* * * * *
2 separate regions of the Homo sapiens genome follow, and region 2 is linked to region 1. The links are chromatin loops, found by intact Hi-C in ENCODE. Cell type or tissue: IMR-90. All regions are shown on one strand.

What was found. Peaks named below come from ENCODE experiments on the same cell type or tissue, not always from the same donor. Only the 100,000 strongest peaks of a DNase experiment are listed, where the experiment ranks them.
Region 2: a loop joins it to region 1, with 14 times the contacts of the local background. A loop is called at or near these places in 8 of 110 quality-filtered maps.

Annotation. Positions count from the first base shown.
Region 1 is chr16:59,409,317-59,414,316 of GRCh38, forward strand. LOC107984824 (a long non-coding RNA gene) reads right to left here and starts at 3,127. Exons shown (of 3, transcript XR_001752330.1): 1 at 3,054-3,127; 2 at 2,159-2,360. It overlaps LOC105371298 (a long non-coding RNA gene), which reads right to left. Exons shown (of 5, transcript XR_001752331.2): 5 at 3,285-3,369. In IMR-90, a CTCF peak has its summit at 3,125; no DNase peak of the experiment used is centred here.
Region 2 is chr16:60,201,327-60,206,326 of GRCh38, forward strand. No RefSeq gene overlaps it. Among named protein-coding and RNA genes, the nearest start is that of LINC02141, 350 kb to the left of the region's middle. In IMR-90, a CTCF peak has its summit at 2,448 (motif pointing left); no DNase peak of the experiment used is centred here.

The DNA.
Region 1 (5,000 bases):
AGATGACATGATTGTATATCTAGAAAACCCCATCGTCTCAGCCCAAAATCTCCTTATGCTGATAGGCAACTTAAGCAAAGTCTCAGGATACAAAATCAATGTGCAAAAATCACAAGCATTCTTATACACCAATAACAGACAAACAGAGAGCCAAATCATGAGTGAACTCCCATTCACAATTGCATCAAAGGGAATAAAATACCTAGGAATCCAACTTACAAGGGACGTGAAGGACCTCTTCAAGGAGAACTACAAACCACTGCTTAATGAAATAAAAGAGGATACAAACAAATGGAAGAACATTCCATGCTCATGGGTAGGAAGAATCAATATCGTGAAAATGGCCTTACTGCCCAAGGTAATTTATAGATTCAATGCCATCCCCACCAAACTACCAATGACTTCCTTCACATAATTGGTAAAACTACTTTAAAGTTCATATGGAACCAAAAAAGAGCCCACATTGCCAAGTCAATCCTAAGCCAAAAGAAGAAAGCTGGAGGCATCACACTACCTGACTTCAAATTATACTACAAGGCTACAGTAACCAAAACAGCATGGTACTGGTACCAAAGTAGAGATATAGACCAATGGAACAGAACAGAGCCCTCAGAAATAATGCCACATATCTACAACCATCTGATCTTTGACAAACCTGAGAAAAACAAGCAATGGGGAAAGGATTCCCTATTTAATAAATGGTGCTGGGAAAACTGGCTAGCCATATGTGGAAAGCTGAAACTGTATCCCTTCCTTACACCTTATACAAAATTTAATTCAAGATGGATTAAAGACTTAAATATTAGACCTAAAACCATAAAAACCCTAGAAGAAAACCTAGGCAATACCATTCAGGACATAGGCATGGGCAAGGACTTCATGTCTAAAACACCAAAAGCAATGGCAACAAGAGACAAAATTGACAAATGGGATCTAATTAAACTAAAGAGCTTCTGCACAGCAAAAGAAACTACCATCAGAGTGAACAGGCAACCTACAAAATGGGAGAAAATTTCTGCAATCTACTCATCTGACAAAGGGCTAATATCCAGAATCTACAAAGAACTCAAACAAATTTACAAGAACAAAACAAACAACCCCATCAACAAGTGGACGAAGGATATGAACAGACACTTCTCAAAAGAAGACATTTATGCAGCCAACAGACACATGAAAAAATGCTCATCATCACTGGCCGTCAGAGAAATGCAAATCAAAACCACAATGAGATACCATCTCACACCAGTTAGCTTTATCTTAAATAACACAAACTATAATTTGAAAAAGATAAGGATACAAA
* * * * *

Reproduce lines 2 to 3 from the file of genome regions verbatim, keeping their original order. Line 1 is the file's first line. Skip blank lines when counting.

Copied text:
What was found. Peaks named below come from ENCODE experiments on the same cell type or tissue, not always from the same donor. Only the 100,000 strongest peaks of a DNase experiment are listed, where the experiment ranks them.
Region 2: a loop joins it to region 1, with 14 times the contacts of the local background. A loop is called at or near these places in 8 of 110 quality-filtered maps.